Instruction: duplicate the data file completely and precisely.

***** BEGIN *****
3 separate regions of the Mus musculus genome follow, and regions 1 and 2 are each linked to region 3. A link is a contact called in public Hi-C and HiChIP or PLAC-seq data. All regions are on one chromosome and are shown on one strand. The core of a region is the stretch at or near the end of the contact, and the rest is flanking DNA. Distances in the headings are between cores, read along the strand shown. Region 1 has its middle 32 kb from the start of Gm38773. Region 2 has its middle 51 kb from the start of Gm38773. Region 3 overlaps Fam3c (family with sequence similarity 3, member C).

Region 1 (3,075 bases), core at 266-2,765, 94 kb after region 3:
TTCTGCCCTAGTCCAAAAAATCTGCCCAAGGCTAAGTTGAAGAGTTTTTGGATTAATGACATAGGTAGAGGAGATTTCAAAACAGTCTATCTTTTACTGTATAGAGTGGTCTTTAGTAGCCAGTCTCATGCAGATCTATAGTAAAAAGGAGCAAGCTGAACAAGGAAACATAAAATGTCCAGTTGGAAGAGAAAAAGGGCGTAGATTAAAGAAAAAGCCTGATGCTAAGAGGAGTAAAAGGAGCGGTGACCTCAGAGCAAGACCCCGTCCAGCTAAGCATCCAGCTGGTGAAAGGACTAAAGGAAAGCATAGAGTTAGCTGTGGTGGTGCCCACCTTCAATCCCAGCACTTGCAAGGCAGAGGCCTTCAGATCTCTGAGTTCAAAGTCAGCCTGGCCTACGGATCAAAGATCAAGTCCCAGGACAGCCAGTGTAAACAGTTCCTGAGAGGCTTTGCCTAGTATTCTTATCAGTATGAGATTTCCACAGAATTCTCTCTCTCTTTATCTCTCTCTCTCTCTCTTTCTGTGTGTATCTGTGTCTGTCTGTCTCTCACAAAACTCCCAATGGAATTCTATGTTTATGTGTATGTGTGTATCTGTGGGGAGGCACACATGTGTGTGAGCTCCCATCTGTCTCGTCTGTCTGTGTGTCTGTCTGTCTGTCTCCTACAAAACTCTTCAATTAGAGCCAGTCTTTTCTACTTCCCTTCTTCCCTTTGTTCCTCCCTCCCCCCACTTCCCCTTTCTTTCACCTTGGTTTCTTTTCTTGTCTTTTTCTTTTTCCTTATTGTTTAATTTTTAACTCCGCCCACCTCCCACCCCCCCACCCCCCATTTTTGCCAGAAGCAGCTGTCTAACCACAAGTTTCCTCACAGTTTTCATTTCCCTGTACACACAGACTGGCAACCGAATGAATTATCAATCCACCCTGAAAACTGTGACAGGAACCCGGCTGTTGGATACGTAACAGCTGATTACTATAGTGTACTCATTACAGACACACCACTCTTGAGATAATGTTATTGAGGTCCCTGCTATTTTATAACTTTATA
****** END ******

3 separate regions of the Mus musculus genome follow, and regions 1 and 2 are each linked to region 3. A link is a contact called in public Hi-C and HiChIP or PLAC-seq data. All regions are on one chromosome and are shown on one strand. The core of a region is the stretch at or near the end of the contact, and the rest is flanking DNA. Distances in the headings are between cores, read along the strand shown. Region 1 has its middle 32 kb from the start of Gm38773. Region 2 has its middle 51 kb from the start of Gm38773. Region 3 overlaps Fam3c (family with sequence similarity 3, member C).

Region 1 (3,075 bases), core at 266-2,765, 94 kb after region 3:
TTCTGCCCTAGTCCAAAAAATCTGCCCAAGGCTAAGTTGAAGAGTTTTTGGATTAATGACATAGGTAGAGGAGATTTCAAAACAGTCTATCTTTTACTGTATAGAGTGGTCTTTAGTAGCCAGTCTCATGCAGATCTATAGTAAAAAGGAGCAAGCTGAACAAGGAAACATAAAATGTCCAGTTGGAAGAGAAAAAGGGCGTAGATTAAAGAAAAAGCCTGATGCTAAGAGGAGTAAAAGGAGCGGTGACCTCAGAGCAAGACCCCGTCCAGCTAAGCATCCAGCTGGTGAAAGGACTAAAGGAAAGCATAGAGTTAGCTGTGGTGGTGCCCACCTTCAATCCCAGCACTTGCAAGGCAGAGGCCTTCAGATCTCTGAGTTCAAAGTCAGCCTGGCCTACGGATCAAAGATCAAGTCCCAGGACAGCCAGTGTAAACAGTTCCTGAGAGGCTTTGCCTAGTATTCTTATCAGTATGAGATTTCCACAGAATTCTCTCTCTCTTTATCTCTCTCTCTCTCTCTTTCTGTGTGTATCTGTGTCTGTCTGTCTCTCACAAAACTCCCAATGGAATTCTATGTTTATGTGTATGTGTGTATCTGTGGGGAGGCACACATGTGTGTGAGCTCCCATCTGTCTCGTCTGTCTGTGTGTCTGTCTGTCTGTCTCCTACAAAACTCTTCAATTAGAGCCAGTCTTTTCTACTTCCCTTCTTCCCTTTGTTCCTCCCTCCCCCCACTTCCCCTTTCTTTCACCTTGGTTTCTTTTCTTGTCTTTTTCTTTTTCCTTATTGTTTAATTTTTAACTCCGCCCACCTCCCACCCCCCCACCCCCCATTTTTGCCAGAAGCAGCTGTCTAACCACAAGTTTCCTCACAGTTTTCATTTCCCTGTACACACAGACTGGCAACCGAATGAATTATCAATCCACCCTGAAAACTGTGACAGGAACCCGGCTGTTGGATACGTAACAGCTGATTACTATAGTGTACTCATTACAGACACACCACTCTTGAGATAATGTTATTGAGGTCCCTGCTATTTTATAACTTTATA